Campus, News

BU to form free speech committees on campus

Boston University President Robert Brown sent out a campus-wide email Tuesday to all members of the BU community regarding the school’s commitment to freedom of expression on campus. RACHEL SHARPLES/ DAILY FREE PRESS STAFF

Boston University President Robert Brown announced in a university-wide email Tuesday the formation of two committees that will focus on freedom of expression on campus, prompting mixed reactions from the BU community.

In times in which there are deep divisions in society, the commitment to free expression is tested,” the email reads. “As we observe events both on campuses and in the broader society, I believe it is reasonable to suggest we are in such a time.”

The first committee, the Free Speech Policy Committee, will look to develop a statement that “describes and affirms the University’s commitment to free speech,” whereas the second committee, the Free Speech Operations Committee, will “review and revise existing University policies and practices related to speech and expression on campus,” according to the email.

In an email to The Daily Free Press, Brown wrote that universities must be dedicated to freedom of speech while also being environments that foster thoughtful criticism and civil debate, mentioning specifically that divides in society are evident on college campuses “where incidences around specific speakers have caused disruptions.”

Lida Maxwell, an associate professor of political science who teaches a course on political freedom at BU, said Brown detailed a very important issue in the need to balance freedom of expression with inclusivity.

The question of how you create a context at the university where people can feel like they are able to explore issues freely while also creating the very important welcoming, supporting environment for people of diverse identities, diverse backgrounds — it’s really hard and really important,” Maxwell said.

Spencer Piston, an assistant professor of political science, wrote in an email that it is too early to say whether Brown’s announcement is a step in the right direction.

It certainly sounds good to endorse free speech and inclusivity, but these statements don’t mean all that much by themselves,” he wrote. “Who is for unfree speech or exclusivity?”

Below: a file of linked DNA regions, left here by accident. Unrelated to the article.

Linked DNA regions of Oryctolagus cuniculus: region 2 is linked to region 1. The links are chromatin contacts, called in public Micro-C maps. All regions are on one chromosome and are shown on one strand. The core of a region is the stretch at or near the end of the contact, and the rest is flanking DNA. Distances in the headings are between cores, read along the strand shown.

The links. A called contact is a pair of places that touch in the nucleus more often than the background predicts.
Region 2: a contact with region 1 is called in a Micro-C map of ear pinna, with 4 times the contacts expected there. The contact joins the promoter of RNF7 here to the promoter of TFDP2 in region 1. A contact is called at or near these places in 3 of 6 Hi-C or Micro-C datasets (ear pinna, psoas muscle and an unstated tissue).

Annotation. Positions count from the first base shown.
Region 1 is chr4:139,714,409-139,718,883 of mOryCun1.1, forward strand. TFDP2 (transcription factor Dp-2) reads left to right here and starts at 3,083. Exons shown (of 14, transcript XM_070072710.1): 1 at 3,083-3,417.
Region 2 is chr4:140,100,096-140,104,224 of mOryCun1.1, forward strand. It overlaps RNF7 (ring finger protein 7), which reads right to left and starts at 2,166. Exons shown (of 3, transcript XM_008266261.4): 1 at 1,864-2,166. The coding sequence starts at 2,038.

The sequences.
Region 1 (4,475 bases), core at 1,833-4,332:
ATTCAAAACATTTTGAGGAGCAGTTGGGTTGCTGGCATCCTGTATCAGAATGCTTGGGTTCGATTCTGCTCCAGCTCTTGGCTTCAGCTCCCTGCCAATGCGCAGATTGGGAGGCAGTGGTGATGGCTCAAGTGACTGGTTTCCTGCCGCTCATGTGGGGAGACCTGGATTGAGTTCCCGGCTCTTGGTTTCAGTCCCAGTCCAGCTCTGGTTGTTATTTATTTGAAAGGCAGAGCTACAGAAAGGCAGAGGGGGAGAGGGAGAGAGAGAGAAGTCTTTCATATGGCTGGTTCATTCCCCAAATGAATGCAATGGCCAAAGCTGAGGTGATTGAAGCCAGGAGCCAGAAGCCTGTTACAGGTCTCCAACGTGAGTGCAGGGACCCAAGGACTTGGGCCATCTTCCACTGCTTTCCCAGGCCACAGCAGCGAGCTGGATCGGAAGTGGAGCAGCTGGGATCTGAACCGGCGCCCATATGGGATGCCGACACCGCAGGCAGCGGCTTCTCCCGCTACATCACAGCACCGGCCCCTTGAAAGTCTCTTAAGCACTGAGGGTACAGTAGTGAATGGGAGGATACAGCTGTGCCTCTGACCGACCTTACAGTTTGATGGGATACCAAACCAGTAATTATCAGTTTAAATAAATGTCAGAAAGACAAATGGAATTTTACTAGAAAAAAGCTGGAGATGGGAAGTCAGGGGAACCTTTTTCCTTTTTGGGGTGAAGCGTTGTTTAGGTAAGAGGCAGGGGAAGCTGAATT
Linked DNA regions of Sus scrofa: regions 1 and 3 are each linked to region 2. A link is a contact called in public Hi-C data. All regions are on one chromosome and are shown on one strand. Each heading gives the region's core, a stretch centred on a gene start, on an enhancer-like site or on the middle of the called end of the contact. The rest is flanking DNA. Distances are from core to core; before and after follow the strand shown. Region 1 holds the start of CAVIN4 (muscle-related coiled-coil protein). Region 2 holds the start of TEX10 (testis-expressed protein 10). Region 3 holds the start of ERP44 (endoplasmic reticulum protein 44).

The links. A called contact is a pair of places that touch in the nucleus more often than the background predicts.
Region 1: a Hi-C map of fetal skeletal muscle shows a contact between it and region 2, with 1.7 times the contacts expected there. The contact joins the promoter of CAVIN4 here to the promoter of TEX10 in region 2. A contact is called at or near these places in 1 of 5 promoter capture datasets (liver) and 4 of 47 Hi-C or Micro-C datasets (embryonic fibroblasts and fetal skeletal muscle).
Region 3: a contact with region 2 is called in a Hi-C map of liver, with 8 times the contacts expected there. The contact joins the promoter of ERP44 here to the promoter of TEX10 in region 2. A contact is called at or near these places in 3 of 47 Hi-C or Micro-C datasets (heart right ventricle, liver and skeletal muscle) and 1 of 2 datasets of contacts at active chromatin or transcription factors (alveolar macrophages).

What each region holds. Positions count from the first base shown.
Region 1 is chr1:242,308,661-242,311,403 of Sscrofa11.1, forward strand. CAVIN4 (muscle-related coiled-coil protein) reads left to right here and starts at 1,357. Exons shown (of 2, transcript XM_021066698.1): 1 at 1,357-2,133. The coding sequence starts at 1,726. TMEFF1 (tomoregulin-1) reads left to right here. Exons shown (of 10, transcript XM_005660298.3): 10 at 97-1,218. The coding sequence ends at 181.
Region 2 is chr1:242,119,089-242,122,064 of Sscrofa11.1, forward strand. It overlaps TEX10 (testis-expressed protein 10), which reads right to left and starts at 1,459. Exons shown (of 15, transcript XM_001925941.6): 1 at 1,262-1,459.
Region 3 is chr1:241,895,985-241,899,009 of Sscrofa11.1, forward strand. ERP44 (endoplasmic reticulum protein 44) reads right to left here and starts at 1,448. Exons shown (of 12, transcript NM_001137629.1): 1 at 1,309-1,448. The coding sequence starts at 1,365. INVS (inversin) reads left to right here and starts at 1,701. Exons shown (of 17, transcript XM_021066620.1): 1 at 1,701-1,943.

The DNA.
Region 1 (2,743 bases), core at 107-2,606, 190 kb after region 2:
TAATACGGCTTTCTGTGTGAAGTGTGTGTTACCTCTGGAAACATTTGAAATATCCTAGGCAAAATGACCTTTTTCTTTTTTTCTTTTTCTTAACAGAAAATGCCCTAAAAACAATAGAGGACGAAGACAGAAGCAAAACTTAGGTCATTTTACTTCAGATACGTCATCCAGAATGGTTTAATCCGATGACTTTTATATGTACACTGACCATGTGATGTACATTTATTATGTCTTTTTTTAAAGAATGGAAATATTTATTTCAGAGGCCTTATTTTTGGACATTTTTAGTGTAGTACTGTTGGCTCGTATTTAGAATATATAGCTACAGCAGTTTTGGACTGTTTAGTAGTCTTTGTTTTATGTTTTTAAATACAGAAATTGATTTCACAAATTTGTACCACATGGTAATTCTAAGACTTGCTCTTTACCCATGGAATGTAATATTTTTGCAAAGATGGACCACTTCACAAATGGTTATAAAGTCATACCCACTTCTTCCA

Piston added that this is not criticism, but rather a reflection that much needs to be done before it is clear whether the work of the free speech committees pays off.

Several BU students held mixed responses to the formation of the committees.

College of Arts and Sciences junior Daneil Dixon said he generally does not feel that there is too much of a problem with free speech on campus, adding that he thinks BU already does a good job at responding to issues related to harassment or other forms of potentially harmful speech.

“Generally, I’d hope that they loosen their current policies,” Dixon said. “If it doesn’t come with any malice intent, then I don’t think that speech should be cracked down on at all.”

Glo Robinson, a freshman in the College of General Studies, said she thinks the issue of free speech on campus is worthwhile to address.

“Given the political climate in this day and age, I think there are a lot of controversies that are coming up more than they used to just given how divided our country’s become,” she said. “I think there is something beautiful about having free speech at the same time — I wouldn’t want that to go away.”

Robinson said university-wide workshops addressing speech that can be harmful or offensive and how to respond to it could be beneficial to the BU community.

“I can’t tell people to say, ‘Hey, you can’t say this,’ because this is a free country,” Robinson said, “but I can learn how to react to it.”

First-year master’s student in the Graduate School of Arts and Sciences Sakshi Goel said she agreed with the decision to form the committees and that it is essential to update and revise policies on free speech as the university moves into the future.

“I think there is a difference between free speech that is intended to offend somebody else and free speech that is generally expressing your own opinion,” she said. “I do hope that if it’s a perfect world, people do understand that even if they do have the right to free speech, there is a way — or a method — to express those [opinions] without offending somebody.”

According to the committees’ website, listening sessions and focus groups for community feedback are scheduled to take place this semester. The presentation of the proposed statement on free speech and potential policy revisions are scheduled for review and ratification next fall.

One Comment

  1. Two policies come to mind: CGSA’s blanket ban on terms/speech they dislike, and the university’s ban on posting flyers outside a few narrowly defined cork boards. That said, it’s not clear why the university is going to form an entire committee to write a flyer about the First Amendment (or how much this will cost tuition-payers).